The Jenkins update center retrieval code, as well as the code which obtains tool catalogues, is written to piggyback on the Internet connectivity of the user's browser, rather than directly downloading files. This has the advantage that if the master is not configured for a proxy (or cannot reach the Internet at all) you can still check for updates. But it has a number of disadvantages:
1. The user's bandwidth is taken up, instead of the server's.
3. The download is interrupted by a new page load, so if a user clicks rapidly on several links, Jenkins goes into an exponential backoff procedure which can result in the download being significantly delayed with no clear explanation.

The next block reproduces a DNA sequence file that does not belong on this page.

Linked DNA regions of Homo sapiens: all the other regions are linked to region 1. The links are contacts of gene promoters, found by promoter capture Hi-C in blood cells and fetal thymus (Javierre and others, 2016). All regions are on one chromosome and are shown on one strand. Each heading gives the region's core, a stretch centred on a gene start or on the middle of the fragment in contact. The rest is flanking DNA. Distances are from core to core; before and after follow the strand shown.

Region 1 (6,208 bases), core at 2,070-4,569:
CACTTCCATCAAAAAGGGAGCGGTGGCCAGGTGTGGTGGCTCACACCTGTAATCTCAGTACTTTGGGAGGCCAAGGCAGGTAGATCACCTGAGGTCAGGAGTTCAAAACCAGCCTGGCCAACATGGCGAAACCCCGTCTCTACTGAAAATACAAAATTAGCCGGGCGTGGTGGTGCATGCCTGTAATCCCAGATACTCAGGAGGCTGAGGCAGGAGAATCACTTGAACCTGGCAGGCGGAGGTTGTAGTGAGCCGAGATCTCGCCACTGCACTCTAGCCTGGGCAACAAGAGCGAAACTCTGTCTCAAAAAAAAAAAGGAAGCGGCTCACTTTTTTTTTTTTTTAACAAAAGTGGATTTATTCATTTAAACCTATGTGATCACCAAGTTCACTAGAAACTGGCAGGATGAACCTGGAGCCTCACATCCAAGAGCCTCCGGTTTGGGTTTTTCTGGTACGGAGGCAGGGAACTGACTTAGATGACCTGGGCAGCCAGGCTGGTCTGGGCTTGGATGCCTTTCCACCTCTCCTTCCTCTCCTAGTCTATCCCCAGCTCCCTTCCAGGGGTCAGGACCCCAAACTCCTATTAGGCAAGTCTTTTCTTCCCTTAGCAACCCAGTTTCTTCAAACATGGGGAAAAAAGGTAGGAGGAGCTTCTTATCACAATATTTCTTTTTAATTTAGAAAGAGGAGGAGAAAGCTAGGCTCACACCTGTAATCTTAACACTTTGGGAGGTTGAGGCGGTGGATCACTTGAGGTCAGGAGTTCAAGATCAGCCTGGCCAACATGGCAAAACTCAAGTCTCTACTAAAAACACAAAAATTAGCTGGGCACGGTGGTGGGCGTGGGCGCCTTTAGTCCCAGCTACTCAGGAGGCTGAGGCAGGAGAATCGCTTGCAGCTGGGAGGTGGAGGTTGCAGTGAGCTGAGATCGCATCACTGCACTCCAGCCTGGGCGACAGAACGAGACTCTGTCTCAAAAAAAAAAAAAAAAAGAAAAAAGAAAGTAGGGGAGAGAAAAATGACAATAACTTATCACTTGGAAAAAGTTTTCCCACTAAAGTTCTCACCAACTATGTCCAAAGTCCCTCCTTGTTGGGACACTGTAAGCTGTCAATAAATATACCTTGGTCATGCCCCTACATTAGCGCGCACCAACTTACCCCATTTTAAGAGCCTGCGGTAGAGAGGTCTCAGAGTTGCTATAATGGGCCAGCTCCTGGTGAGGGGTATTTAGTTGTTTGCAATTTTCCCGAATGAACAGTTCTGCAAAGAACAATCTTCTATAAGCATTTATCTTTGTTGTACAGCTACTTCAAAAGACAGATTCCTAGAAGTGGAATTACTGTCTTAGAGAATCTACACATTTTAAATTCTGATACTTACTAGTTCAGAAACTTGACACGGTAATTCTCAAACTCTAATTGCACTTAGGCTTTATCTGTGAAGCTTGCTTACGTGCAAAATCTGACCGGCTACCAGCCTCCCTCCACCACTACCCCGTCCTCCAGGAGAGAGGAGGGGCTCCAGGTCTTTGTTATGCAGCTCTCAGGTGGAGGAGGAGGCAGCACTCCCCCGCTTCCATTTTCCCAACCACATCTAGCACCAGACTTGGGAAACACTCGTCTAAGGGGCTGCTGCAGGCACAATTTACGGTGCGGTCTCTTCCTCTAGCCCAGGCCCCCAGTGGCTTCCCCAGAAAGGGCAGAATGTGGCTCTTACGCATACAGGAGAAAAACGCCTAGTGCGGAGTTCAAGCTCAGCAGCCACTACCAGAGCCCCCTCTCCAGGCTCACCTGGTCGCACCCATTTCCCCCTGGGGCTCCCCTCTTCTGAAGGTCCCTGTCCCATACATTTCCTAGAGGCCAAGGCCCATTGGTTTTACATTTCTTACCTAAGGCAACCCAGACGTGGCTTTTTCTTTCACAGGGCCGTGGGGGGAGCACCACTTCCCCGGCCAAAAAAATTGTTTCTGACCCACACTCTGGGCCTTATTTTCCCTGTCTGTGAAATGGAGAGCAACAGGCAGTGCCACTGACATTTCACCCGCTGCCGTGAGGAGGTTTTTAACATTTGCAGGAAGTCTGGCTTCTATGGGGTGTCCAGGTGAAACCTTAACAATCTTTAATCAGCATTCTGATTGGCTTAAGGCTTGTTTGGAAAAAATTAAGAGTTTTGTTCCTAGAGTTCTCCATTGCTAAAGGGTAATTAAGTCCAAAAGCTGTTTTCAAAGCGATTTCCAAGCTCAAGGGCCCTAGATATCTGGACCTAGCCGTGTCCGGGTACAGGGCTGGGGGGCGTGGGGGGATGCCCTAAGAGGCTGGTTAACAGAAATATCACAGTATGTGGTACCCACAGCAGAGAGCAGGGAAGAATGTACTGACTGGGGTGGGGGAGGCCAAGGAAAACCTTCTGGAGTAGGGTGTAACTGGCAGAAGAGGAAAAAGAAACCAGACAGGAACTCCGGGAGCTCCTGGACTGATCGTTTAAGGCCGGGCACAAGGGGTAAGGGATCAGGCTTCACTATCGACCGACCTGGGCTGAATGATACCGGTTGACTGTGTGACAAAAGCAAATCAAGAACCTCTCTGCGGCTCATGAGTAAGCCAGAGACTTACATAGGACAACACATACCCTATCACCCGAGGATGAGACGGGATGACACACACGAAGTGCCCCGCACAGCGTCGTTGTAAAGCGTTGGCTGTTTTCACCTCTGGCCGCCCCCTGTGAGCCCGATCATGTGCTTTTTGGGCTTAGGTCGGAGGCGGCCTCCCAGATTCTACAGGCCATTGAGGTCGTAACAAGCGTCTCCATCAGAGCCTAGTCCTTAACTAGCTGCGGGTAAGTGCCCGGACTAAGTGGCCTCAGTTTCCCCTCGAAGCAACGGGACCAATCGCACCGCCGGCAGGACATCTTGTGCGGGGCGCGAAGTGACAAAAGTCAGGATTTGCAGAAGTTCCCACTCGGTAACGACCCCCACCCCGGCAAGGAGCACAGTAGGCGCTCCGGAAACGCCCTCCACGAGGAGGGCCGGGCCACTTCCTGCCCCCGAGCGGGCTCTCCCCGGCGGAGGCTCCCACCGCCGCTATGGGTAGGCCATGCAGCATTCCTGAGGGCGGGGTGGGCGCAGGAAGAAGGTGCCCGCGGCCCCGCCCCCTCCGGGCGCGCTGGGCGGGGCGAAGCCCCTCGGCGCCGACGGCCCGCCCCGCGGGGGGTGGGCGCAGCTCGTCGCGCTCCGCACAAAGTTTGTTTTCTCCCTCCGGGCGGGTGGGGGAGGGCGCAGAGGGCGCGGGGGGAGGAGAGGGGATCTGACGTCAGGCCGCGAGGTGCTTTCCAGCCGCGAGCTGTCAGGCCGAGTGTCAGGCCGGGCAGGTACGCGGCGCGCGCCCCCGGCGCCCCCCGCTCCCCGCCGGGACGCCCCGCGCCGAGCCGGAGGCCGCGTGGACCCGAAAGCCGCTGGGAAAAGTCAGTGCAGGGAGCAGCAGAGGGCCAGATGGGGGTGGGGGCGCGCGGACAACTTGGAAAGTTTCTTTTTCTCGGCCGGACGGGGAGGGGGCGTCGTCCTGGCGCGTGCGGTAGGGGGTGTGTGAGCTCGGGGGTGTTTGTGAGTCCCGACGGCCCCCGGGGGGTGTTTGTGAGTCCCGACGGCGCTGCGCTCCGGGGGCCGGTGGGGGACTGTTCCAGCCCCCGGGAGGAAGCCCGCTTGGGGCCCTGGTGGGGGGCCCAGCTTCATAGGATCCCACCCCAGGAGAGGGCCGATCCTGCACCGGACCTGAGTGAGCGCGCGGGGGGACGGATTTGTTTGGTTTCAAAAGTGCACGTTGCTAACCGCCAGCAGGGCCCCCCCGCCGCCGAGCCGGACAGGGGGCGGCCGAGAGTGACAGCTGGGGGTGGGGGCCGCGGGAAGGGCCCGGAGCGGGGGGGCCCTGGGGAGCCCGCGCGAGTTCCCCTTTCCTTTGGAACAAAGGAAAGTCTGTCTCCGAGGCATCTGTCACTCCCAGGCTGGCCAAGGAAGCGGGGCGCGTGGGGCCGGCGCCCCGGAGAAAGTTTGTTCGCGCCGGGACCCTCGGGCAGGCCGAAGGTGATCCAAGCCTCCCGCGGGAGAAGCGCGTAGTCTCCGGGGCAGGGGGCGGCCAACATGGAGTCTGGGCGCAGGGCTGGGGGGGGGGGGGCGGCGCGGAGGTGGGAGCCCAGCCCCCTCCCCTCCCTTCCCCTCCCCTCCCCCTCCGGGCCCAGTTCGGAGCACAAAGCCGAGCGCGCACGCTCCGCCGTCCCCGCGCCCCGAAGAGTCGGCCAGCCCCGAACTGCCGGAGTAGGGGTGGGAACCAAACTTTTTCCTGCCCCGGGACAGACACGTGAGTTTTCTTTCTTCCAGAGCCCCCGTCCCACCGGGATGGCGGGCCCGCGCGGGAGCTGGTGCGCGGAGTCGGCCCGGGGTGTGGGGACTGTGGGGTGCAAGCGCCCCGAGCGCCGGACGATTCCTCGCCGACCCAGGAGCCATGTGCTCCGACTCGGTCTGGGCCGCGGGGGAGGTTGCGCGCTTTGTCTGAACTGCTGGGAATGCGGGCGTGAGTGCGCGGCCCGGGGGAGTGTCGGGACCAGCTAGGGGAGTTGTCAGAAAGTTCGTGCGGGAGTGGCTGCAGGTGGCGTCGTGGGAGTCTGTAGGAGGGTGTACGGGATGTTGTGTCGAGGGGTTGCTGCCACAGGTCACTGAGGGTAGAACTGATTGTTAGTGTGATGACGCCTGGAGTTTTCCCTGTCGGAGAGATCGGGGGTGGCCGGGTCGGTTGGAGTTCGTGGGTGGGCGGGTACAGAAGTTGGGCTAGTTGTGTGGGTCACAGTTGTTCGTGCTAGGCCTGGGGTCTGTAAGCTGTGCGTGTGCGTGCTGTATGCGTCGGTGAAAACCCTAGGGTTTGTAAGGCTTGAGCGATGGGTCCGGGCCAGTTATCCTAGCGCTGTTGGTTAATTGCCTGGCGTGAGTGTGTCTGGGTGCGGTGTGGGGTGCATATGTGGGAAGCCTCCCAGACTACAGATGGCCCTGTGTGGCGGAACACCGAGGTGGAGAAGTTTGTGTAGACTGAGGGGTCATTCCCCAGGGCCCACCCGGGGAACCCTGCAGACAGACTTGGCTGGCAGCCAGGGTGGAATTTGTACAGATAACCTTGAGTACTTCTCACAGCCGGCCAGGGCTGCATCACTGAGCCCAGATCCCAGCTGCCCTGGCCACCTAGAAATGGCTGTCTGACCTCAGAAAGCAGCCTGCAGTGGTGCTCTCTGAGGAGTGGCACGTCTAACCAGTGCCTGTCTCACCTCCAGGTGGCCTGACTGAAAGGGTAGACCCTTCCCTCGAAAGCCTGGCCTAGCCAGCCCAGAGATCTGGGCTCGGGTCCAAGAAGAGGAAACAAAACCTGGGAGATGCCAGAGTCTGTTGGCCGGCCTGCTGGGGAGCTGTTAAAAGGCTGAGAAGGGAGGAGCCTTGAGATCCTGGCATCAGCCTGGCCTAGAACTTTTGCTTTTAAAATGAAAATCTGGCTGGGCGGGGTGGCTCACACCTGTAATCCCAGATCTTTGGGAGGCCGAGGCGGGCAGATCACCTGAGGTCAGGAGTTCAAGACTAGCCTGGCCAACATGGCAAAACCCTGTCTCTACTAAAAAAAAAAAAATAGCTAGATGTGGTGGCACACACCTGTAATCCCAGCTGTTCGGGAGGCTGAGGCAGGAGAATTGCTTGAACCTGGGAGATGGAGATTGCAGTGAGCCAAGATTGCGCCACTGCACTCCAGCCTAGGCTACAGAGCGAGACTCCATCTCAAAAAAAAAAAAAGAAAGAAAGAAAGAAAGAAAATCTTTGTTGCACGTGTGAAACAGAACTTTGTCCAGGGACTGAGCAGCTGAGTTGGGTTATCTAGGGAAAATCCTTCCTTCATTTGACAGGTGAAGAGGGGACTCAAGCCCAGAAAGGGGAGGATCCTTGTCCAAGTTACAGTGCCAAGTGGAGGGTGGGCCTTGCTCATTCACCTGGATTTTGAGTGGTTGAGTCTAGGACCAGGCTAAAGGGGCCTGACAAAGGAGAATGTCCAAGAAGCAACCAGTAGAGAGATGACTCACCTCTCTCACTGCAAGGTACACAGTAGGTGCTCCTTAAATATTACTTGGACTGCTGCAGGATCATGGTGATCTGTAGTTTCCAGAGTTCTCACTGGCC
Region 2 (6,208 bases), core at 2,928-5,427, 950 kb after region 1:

4. The actual downloads of plugins or tools are still done directly, so you cannot really run with the master disconnected from the Internet—you can at best see that there are updates which could be installed.
It would be better to default to making a direct connection, and fall back to the current browser tricks only if that fails.